The last two years were exceptionally difficult for healthcare…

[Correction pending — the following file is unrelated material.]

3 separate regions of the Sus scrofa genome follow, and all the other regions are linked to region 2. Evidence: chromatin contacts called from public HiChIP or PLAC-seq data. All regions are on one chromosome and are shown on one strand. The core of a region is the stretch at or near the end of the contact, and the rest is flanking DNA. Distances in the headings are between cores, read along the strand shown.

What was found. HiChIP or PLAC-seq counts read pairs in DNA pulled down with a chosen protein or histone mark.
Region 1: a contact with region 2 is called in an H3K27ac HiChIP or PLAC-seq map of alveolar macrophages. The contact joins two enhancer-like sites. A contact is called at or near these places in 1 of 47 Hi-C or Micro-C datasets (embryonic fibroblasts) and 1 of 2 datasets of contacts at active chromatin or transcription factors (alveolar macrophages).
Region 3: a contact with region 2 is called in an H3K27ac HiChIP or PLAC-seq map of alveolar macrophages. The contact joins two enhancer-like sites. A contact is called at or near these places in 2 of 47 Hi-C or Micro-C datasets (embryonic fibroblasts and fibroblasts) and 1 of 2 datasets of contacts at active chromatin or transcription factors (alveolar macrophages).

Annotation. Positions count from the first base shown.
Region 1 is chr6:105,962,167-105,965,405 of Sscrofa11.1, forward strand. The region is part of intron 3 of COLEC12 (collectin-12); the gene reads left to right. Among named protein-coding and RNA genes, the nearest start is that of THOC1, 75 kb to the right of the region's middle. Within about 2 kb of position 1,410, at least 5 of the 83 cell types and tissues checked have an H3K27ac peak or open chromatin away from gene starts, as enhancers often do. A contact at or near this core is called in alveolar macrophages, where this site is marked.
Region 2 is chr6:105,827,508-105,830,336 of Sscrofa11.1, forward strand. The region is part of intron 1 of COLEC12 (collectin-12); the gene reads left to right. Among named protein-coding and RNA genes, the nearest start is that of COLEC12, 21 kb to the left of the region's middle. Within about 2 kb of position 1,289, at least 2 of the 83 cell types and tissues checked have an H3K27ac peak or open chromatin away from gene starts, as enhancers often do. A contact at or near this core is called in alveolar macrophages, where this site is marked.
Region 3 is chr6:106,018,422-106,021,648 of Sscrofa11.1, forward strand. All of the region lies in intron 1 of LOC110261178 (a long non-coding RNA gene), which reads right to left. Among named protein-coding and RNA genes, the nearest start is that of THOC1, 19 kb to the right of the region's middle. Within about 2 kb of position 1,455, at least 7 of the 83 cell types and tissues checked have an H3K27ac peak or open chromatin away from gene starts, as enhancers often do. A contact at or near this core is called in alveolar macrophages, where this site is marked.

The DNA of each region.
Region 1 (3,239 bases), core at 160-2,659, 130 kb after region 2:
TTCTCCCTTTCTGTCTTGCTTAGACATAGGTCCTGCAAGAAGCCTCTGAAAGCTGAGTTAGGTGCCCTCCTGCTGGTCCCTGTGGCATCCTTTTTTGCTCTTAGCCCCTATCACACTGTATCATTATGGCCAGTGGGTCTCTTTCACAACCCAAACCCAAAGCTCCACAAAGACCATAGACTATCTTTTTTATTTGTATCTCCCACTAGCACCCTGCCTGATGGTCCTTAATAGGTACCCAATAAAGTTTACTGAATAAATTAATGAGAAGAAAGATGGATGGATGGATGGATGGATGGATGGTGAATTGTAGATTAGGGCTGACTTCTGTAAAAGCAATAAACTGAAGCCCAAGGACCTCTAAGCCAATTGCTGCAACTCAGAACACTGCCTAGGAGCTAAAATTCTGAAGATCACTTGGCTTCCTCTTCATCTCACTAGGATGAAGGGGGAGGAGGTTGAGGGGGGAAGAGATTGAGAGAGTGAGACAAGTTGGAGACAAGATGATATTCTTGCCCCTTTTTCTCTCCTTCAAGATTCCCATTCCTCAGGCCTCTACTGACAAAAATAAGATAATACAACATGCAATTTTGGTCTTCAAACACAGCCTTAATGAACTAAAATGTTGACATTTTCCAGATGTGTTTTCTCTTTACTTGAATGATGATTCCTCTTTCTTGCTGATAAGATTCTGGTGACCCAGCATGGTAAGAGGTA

Question Answered step-by-step The last two years were exceptionally difficult for healthcare… The last two years were exceptionally difficult for healthcare workers and their families. When COVID-19 first came along, there were many questions about how long it would last, how dangerous it was, and what impact it would have on the economy. Among all those who died, the elderly were the highest in numbers of all. It, however, became a significant concern when the healthcare workers began ailing and dying. The patients infected some they cared for and went further to infect their families. The spread was so vast that people were killed in clusters of family members. One would think that after this amount of suffering looming over the healthcare workers, the introduction of vaccination would be a welcomed idea. People received this idea with mixed opinions. Some people were receptive, while others were not.          Vaccination, by no means, has brought the numbers of those diagnosed with COVID-19 down by a significant margin. Healthcare workers are in reasonable proximity to obtain information about vaccination than non-healthcare workers. Most of the professions in healthcare are evidence-based. Healthcare workers have interacted with people who have been sick from COVID-19 time and time again. They have also come across literature posted at places of work explaining how vaccines work. One such resource is the Center for Disease Control, CDC, which describes how the vaccines act on the ‘T’ and ‘B’ lymphocytes to create a memory antibody that will identify and fight COVID-19 infection in the future. CDC gives the various forms of vaccines available like mRNA, which contains some material from the virus, which provides the body with an opportunity to create its antibodies. They are Pfizer and Moderna. There are also protein subunit vaccines that are still on trial, and lastly, the vector bone kind of COVID-19 vaccines like Johnson and Johnson Janssen. (CDC). With this vast knowledge, healthcare workers are spoilt for choice when picking which type of vaccine they will take.         Despite all this information, negative reviews about different types of vaccinations cast doubt on non-healthcare workers and healthcare workers. Healthcare workers are automatically at risk for contracting many diseases, and COVID-19 is no exception. When these workers interact with patients, they put them at risk for infection, if not infecting them. It gets worse with COVID-19, of which one can practically be asymptomatic but spread disease. (Talbot, 2021). The biggest problem is that healthcare workers are knowledgeable about COVID-19, its complications, and preventative measures like vaccinations. They come into close contact with patients every day as part of their job. The question is why there are still people in healthcare refusing to be vaccinated and are even willing to lose their jobs.                                                                                             ReferenceCenters for Disease Control and Prevention. (2022, January). Understanding How COVID-19 Vaccines Work. Centers for Disease Control and Prevention. Retrieved February 3, 2022, from https://www.cdc.gov/coronavirus/2019-ncov/vaccines/different-vaccines/how-they-work.html Talbot, T. R. (2021). Covid-19 vaccination of health care personnel as a condition of employment. JAMA, 326(1), 23. https://doi.org/10.1001/jama.2021.8901  Write the Background (2-3 paragraphs with 5-6 sentences in each paragraph). Add a  literature review using two research papers (reviewing/critiquing each article in separate paragraphs), the purpose of your study, and the research question.  Health Science Science Nursing NURS 425 Share QuestionEmailCopy link Comments (0)